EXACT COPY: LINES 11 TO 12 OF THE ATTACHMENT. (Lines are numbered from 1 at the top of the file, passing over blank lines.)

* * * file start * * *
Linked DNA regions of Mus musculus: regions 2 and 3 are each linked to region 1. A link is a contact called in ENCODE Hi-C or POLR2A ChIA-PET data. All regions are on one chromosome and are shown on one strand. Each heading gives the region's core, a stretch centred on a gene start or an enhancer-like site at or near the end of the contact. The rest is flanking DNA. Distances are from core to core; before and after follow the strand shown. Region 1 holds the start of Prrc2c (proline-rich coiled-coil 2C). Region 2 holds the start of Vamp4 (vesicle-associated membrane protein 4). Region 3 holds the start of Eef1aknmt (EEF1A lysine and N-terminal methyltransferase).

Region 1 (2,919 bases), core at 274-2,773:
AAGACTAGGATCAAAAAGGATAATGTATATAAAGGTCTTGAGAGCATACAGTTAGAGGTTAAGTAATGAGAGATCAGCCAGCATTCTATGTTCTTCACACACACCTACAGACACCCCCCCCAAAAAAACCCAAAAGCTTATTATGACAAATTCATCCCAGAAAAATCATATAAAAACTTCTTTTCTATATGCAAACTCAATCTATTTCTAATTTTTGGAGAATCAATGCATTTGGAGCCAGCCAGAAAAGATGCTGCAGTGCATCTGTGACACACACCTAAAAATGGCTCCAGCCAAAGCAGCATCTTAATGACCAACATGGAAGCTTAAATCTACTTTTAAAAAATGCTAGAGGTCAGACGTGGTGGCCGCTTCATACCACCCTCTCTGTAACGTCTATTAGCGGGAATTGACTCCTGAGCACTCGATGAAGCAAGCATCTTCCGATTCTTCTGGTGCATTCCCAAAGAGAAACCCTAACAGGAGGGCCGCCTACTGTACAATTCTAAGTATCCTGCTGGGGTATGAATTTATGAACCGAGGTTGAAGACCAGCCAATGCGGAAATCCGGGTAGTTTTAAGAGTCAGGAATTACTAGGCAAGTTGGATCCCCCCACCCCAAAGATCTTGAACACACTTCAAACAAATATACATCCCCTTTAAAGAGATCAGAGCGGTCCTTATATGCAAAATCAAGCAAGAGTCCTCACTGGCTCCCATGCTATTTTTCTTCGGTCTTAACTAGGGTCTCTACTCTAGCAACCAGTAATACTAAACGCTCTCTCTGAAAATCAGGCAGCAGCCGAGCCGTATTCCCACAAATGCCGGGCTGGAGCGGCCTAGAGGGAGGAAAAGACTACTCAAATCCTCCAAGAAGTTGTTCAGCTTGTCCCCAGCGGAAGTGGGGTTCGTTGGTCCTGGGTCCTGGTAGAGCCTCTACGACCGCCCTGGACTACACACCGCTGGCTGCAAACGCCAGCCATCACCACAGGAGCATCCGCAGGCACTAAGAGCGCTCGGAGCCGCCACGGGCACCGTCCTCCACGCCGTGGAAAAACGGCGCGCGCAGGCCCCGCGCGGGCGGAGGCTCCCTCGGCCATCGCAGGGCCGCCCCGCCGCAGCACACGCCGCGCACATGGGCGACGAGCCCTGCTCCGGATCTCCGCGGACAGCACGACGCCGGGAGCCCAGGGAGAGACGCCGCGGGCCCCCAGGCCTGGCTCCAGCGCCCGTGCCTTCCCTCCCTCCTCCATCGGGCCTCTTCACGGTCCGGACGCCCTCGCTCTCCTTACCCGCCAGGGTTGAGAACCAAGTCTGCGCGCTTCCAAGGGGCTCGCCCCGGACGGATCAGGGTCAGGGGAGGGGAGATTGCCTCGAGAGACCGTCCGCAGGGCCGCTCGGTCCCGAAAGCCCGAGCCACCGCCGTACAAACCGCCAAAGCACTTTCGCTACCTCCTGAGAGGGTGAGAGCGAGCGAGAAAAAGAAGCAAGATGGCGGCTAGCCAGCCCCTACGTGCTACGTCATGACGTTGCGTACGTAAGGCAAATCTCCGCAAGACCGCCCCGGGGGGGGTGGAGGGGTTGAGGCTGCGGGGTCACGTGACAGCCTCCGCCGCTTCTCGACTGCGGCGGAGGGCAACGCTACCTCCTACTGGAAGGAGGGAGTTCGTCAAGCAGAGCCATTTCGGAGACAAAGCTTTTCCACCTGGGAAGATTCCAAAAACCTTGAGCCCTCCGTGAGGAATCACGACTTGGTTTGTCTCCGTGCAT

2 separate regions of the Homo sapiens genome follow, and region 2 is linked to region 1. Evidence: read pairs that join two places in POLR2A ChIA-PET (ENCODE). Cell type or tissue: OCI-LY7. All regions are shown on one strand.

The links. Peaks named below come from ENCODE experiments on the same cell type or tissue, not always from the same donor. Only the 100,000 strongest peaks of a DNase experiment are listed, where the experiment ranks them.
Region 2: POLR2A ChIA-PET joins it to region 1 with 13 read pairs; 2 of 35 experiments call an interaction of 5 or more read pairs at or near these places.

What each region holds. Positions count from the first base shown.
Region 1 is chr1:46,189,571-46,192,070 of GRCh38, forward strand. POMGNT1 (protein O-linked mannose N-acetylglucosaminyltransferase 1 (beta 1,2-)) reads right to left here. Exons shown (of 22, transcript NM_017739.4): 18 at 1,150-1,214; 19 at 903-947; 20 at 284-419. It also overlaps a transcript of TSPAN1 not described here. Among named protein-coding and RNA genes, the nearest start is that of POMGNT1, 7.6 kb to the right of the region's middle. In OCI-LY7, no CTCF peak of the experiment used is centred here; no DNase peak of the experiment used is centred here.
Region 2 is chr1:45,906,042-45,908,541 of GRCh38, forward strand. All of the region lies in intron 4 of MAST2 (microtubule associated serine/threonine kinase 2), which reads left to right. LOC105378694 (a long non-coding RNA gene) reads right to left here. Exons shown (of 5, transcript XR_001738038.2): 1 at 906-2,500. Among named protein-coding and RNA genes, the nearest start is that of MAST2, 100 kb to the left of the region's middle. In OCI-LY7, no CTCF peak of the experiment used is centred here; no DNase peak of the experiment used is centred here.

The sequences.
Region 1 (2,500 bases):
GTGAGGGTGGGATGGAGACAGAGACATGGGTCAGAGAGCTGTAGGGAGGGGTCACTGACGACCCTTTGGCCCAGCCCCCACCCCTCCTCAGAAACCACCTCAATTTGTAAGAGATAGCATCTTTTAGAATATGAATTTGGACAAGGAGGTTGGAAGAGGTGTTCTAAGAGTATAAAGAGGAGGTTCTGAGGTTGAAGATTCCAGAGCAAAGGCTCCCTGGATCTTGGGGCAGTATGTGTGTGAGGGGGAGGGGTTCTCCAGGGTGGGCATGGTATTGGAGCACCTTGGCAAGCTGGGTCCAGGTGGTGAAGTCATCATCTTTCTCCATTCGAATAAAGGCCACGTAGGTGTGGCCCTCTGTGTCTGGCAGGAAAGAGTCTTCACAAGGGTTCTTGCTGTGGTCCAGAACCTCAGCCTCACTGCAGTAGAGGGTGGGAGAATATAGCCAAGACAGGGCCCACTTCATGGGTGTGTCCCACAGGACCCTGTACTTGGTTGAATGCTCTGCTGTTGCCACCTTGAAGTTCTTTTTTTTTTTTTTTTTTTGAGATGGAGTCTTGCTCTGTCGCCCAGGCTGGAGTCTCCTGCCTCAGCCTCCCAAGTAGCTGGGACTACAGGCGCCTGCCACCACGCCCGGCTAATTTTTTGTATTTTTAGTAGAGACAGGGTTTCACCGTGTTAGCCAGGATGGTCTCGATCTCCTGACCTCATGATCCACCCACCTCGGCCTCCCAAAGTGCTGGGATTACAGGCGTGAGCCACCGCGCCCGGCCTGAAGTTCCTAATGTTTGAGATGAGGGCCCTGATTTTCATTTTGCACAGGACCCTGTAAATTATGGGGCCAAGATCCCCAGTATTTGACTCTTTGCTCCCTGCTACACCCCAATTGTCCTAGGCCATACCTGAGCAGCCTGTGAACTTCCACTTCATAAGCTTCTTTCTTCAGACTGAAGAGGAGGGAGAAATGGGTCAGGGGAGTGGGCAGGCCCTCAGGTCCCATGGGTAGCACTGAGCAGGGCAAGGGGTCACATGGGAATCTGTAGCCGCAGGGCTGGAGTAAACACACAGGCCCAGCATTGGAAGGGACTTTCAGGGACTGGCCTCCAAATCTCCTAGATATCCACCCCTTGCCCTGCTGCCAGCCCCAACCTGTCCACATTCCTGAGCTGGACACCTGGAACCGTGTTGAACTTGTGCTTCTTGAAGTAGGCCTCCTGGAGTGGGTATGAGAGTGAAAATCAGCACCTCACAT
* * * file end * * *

Region 1 (2,500 bases):
GTGAGGGTGGGATGGAGACAGAGACATGGGTCAGAGAGCTGTAGGGAGGGGTCACTGACGACCCTTTGGCCCAGCCCCCACCCCTCCTCAGAAACCACCTCAATTTGTAAGAGATAGCATCTTTTAGAATATGAATTTGGACAAGGAGGTTGGAAGAGGTGTTCTAAGAGTATAAAGAGGAGGTTCTGAGGTTGAAGATTCCAGAGCAAAGGCTCCCTGGATCTTGGGGCAGTATGTGTGTGAGGGGGAGGGGTTCTCCAGGGTGGGCATGGTATTGGAGCACCTTGGCAAGCTGGGTCCAGGTGGTGAAGTCATCATCTTTCTCCATTCGAATAAAGGCCACGTAGGTGTGGCCCTCTGTGTCTGGCAGGAAAGAGTCTTCACAAGGGTTCTTGCTGTGGTCCAGAACCTCAGCCTCACTGCAGTAGAGGGTGGGAGAATATAGCCAAGACAGGGCCCACTTCATGGGTGTGTCCCACAGGACCCTGTACTTGGTTGAATGCTCTGCTGTTGCCACCTTGAAGTTCTTTTTTTTTTTTTTTTTTTGAGATGGAGTCTTGCTCTGTCGCCCAGGCTGGAGTCTCCTGCCTCAGCCTCCCAAGTAGCTGGGACTACAGGCGCCTGCCACCACGCCCGGCTAATTTTTTGTATTTTTAGTAGAGACAGGGTTTCACCGTGTTAGCCAGGATGGTCTCGATCTCCTGACCTCATGATCCACCCACCTCGGCCTCCCAAAGTGCTGGGATTACAGGCGTGAGCCACCGCGCCCGGCCTGAAGTTCCTAATGTTTGAGATGAGGGCCCTGATTTTCATTTTGCACAGGACCCTGTAAATTATGGGGCCAAGATCCCCAGTATTTGACTCTTTGCTCCCTGCTACACCCCAATTGTCCTAGGCCATACCTGAGCAGCCTGTGAACTTCCACTTCATAAGCTTCTTTCTTCAGACTGAAGAGGAGGGAGAAATGGGTCAGGGGAGTGGGCAGGCCCTCAGGTCCCATGGGTAGCACTGAGCAGGGCAAGGGGTCACATGGGAATCTGTAGCCGCAGGGCTGGAGTAAACACACAGGCCCAGCATTGGAAGGGACTTTCAGGGACTGGCCTCCAAATCTCCTAGATATCCACCCCTTGCCCTGCTGCCAGCCCCAACCTGTCCACATTCCTGAGCTGGACACCTGGAACCGTGTTGAACTTGTGCTTCTTGAAGTAGGCCTCCTGGAGTGGGTATGAGAGTGAAAATCAGCACCTCACAT